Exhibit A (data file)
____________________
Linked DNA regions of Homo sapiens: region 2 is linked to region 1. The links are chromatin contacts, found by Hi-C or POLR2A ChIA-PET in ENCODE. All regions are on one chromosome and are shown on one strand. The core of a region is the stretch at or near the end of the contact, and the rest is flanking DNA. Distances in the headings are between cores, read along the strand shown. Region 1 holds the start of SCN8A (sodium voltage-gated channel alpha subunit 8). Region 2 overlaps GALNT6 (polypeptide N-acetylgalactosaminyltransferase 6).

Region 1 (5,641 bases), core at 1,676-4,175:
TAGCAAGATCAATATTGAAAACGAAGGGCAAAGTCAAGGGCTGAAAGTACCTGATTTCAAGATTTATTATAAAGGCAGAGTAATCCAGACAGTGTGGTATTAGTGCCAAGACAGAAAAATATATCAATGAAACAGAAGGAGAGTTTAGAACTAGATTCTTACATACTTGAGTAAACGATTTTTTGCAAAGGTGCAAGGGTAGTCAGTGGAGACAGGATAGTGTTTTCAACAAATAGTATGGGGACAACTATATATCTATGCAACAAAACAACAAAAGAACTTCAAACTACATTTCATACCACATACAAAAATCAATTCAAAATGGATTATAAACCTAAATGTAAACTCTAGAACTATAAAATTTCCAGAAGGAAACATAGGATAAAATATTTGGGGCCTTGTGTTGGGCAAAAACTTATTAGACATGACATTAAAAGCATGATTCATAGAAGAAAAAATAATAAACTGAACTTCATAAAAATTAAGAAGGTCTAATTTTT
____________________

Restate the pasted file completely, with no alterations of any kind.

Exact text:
Linked DNA regions of Homo sapiens: region 2 is linked to region 1. The links are chromatin contacts, found by Hi-C or POLR2A ChIA-PET in ENCODE. All regions are on one chromosome and are shown on one strand. The core of a region is the stretch at or near the end of the contact, and the rest is flanking DNA. Distances in the headings are between cores, read along the strand shown. Region 1 holds the start of SCN8A (sodium voltage-gated channel alpha subunit 8). Region 2 overlaps GALNT6 (polypeptide N-acetylgalactosaminyltransferase 6).

Region 1 (5,641 bases), core at 1,676-4,175:
TAGCAAGATCAATATTGAAAACGAAGGGCAAAGTCAAGGGCTGAAAGTACCTGATTTCAAGATTTATTATAAAGGCAGAGTAATCCAGACAGTGTGGTATTAGTGCCAAGACAGAAAAATATATCAATGAAACAGAAGGAGAGTTTAGAACTAGATTCTTACATACTTGAGTAAACGATTTTTTGCAAAGGTGCAAGGGTAGTCAGTGGAGACAGGATAGTGTTTTCAACAAATAGTATGGGGACAACTATATATCTATGCAACAAAACAACAAAAGAACTTCAAACTACATTTCATACCACATACAAAAATCAATTCAAAATGGATTATAAACCTAAATGTAAACTCTAGAACTATAAAATTTCCAGAAGGAAACATAGGATAAAATATTTGGGGCCTTGTGTTGGGCAAAAACTTATTAGACATGACATTAAAAGCATGATTCATAGAAGAAAAAATAATAAACTGAACTTCATAAAAATTAAGAAGGTCTAATTTTT